4

This was a series of books, thy would have been around in mid 1985, and the artwork on the covers was much like Terry Patchett's book art...

The male character was transported from the "modern" world to an alternate world. He was a biker and a hell raiser, but in the alternate world he finds he's a magician/wizard. He is mentored by a wizard. I hope I'm not mixing up books, but I think there was a female character who was transported also, and she becomes in the "alt world" a warrior.

If I'm not mixing my story lines, there was also an "evil" called "The Dark" which hunted people and took their minds but left their bodies alive but senseless?

Seems like at least a couple of the books used the word "rune or runes" in the title. At least one of the book covers had the male character standing in front of a door with runes on it with his hand or hands up. Again, I think the title had "runes" in a couple of them.

6

It's the Darwath trilogy from Barbara Hambly.

From a Goodreads review of the first book:

The book has a bit of a slow start, as we meet two 20-somethings – Gil, a grad student, and Rudy, a motorcycle painter – living in southern California. But within a couple of chapters, they are transported to the medieval world of Darwath, which is under assault by amorphous beings known as “the Dark.” This is a short book, the start of a short trilogy, and Hambly successfully cuts to the chase: the Dark is not supposed to be a complex or comprehensible villain, but rather, to tap directly into primordial fears of the dark and the things that might be moving in it. It’s all about atmosphere, and as the characters struggle to survive and fend off unknown attackers, the atmosphere is excellent.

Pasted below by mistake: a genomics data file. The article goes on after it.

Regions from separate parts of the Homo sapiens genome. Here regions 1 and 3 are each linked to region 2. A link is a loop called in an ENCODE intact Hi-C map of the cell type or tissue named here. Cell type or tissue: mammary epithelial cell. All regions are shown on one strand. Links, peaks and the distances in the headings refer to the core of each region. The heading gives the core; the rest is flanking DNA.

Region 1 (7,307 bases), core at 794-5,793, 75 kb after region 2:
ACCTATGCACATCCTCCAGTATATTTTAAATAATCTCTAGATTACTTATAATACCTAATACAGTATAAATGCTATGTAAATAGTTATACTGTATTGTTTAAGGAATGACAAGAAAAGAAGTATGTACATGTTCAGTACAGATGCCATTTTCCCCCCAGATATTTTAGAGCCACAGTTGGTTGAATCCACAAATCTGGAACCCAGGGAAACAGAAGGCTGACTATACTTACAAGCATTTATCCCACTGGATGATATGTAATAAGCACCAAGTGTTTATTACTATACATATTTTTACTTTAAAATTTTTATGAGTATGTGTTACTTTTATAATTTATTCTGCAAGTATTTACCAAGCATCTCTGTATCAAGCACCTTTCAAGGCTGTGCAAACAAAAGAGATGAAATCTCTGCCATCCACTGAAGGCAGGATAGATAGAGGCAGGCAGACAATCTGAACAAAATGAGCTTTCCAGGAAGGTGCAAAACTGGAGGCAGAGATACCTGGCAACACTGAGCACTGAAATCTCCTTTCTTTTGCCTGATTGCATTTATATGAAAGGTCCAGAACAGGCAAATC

The characters themselves are familiar archetypes, though they get some respectable development that doesn’t always follow the stereotypes. Of the two protagonists, she becomes a warrior on Darwath (not your typical character arc for a female nerd), while he becomes a mage; he has a romance, while she doesn’t yet. And their adventures are certainly gripping, though to me the book loses some emotional resonance in following primarily Gil in the beginning, but primarily Rudy toward the end; as the stakes ramp up, we’re spending more time with the character we know less well. The plot, while exciting, also doesn’t bear much critical scrutiny. (Why doesn’t Ingold simply deposit Tir at the Keep on his way back from Earth, then go to Karst for everyone else?)

  • 1
    The image referenced is the original massmarket paperback cover for The Walls of Air. – DavidW Aug 19 at 13:37
  • 1
    The description in the question is exactly that of Ingold Inglorion reinforcing the spells holding the great door of the Keep of Dare against the first great assault of The Dark in The Time of the Dark. – Zeiss Ikon Aug 19 at 13:43
2

It sounds like The Last Rune series by Mark Anthony

A strange rift in ordinary reality draws saloon owner Travis Wilder and ER doctor Grace Beckett into the otherworld of Eldh--a land of gods, monsters, and magic that is sorely in need of heroes.

Travis soon discovers that he has a wild talent for the magic of runes, which gives him power over the material world, while Grace learns that she is a witch, with power over nature.

Beyond the Pale

I can't see a door in any of the book cover but there's a wizard on the front of Book three (along with the obligatory busty female)...

Dark Remains

Your Answer

By clicking “Post Your Answer”, you agree to our terms of service, privacy policy and cookie policy

Not the answer you're looking for? Browse other questions tagged or ask your own question.